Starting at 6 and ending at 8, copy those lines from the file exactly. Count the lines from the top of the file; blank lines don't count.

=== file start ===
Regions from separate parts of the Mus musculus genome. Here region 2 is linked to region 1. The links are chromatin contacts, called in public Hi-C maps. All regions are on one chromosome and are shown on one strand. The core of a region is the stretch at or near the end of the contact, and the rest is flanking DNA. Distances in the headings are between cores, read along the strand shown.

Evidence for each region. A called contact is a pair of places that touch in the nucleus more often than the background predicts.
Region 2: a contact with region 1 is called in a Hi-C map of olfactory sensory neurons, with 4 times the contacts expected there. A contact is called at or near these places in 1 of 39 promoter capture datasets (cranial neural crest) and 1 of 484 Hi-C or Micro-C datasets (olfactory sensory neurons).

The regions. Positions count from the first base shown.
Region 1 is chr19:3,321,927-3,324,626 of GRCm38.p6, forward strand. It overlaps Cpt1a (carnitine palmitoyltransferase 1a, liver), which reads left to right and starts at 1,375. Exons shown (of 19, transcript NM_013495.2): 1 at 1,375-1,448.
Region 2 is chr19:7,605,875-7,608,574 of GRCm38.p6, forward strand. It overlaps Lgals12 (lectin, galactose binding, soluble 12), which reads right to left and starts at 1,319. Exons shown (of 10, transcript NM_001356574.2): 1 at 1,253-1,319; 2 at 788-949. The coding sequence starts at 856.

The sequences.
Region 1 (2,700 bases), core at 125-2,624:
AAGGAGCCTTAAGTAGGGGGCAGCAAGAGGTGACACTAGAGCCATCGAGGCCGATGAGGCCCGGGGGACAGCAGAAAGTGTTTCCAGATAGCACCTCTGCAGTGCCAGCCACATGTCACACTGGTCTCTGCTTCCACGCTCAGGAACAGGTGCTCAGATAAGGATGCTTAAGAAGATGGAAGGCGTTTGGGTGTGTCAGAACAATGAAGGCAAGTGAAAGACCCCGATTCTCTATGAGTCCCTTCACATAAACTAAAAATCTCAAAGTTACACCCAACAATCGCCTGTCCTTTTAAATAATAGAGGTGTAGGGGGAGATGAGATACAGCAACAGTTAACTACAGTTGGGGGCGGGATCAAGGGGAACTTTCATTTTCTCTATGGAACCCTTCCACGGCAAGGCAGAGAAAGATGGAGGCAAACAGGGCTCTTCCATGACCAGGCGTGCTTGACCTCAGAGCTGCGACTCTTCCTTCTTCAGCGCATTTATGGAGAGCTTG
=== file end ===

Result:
Region 2 is chr19:7,605,875-7,608,574 of GRCm38.p6, forward strand. It overlaps Lgals12 (lectin, galactose binding, soluble 12), which reads right to left and starts at 1,319. Exons shown (of 10, transcript NM_001356574.2): 1 at 1,253-1,319; 2 at 788-949. The coding sequence starts at 856.

The sequences.
Region 1 (2,700 bases), core at 125-2,624: